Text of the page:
Back in the 90s, much before the age of “Millennials”, youngsters wore whatever the best of fashion their local mom ‘n pop store offered. To a few lucky ones, there was always a US based uncle or cousin who’d get them a Levi’s or a L’oreal lipstick, or if you were privileged enough, you traveled and did your shopping abroad.
Things have come a long way since then. Post liberalization and in the age of the internet, the best of brands – both homegrown and Western – are available in India. And even though, Indian companies have come of age, and are sourcing and manufacturing merchandise comparable to any international brands, the option of owning a foreign brand still offers a massive appeal to the Indian millennials and the brand conscious. In fact, it’s the brand awareness created by Western media and pop culture that piques the interest of shoppers back in India. The iPhone-trotting college kid in Greater Kailash knows her Forever Young from her Forever 21. So, when these brands actually open stores in India, allowing their fans to experience buying them without stepping out of the country, all hell breaks loose.
When the shopping floodgates open for the foreign-brand lapping consumers, even before the stores can open their shutters, the crazed fans line up outside the stores to grab their fill. Stampede like situations at stores like Zara are not unheard of. The astronomical price tag on the brand itself, or the possibility of wasting the entire day just wanting to blow all that money notwithstanding, these shoppers are determined and resilient.
The latest chain to open its doors in India is H&M, an ubiquitous, if budget, departmental Swedish chain, which ironically sources most of its clothing from Asian countries, predominantly India. And here’s the crowd laying in wait for the store to finally turn the OPEN sign on, at the Phoenix mall in Bombay.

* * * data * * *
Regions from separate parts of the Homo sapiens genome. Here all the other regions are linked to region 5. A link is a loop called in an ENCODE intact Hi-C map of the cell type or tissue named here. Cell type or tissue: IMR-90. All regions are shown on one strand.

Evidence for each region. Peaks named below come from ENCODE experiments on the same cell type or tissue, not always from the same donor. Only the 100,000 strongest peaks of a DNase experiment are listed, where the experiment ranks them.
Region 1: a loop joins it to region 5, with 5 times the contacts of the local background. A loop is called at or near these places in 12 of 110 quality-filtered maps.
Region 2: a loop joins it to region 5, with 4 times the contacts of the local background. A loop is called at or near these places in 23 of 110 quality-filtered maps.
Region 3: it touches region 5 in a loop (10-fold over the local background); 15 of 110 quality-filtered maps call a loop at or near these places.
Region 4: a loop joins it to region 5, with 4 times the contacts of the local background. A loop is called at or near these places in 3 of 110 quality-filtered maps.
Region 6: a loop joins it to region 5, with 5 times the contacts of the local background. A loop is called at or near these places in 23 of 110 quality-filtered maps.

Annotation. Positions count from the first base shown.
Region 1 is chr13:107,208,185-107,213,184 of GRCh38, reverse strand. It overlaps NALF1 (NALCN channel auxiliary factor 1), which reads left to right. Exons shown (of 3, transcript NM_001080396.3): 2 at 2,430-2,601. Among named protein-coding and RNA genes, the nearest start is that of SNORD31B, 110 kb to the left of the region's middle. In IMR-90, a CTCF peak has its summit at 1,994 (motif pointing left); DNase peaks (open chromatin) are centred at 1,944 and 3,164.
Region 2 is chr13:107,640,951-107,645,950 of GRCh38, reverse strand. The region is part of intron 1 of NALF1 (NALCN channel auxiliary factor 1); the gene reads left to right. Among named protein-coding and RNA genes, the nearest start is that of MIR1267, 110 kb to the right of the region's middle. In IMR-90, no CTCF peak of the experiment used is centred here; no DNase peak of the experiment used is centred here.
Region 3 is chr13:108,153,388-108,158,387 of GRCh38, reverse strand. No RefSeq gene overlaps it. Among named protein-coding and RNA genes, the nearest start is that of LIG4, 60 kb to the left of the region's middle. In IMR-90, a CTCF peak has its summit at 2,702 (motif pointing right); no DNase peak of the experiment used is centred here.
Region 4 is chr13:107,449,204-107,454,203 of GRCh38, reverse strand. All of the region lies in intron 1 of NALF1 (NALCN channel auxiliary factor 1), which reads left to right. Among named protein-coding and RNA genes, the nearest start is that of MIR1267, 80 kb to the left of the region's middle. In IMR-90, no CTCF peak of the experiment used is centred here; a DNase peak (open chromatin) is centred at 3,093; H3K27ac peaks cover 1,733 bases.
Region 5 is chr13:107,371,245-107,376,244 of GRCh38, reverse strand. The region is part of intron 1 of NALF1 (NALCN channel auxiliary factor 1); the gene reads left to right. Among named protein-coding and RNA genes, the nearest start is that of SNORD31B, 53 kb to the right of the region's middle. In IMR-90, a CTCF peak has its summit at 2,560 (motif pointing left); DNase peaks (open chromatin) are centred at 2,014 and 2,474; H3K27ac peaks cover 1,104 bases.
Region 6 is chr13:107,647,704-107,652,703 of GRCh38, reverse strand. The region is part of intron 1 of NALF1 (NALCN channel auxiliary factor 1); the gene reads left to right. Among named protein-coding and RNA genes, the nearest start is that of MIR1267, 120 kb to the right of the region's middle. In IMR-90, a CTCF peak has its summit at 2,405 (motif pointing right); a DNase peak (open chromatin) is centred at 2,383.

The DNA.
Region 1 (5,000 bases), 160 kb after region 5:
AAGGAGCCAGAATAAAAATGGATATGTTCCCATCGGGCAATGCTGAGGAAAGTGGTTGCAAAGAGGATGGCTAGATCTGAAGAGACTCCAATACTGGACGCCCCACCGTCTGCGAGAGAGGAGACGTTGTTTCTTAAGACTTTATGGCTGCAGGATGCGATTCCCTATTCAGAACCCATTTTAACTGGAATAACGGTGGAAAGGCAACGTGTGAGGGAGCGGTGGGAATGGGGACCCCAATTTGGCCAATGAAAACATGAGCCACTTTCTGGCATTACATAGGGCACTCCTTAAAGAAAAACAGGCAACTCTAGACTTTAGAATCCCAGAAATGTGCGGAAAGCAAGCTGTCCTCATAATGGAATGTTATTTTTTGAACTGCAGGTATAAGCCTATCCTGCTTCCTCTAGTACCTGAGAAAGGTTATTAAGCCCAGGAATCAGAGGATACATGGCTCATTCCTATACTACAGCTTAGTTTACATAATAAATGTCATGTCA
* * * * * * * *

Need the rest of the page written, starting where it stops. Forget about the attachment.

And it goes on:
In another instance, when Dunkin Donuts, a popular doughnut and cafe chain from the US, started its first store in Bengaluru, India, the crowds were not only humongous, some customers even went back home in tears, unable to have purchased a doughnut. The queue, at one point, was over 630 winding people long! “Incidentally, people had started camping as early as 7:30 pm, the previous night!”, a company representative had told Wooplr.
When another fashion chain Forever21 came to India in 2013, they offered a special discount between 7-8am, an odd timing by business operations, but it made sure the crowds started queuing up outside the store well before the sale hours, making for a viral sensation the brand could only hope for on its first day.
And of course when Starbucks, the popular coffee chain, open its first outlet in New Delhi, India, all hell broke loose. The queues outside the cafe ran the entire length of the Connaught place, and special security had to be arranged to control the crowds.
While an empty Cafe Coffee Day looked awkwardly from inside its doors, Starbucks of course wasn’t complaining.
(Update: An earlier version of this article erroneously mentioned H&M as a US brand. It’s been corrected.)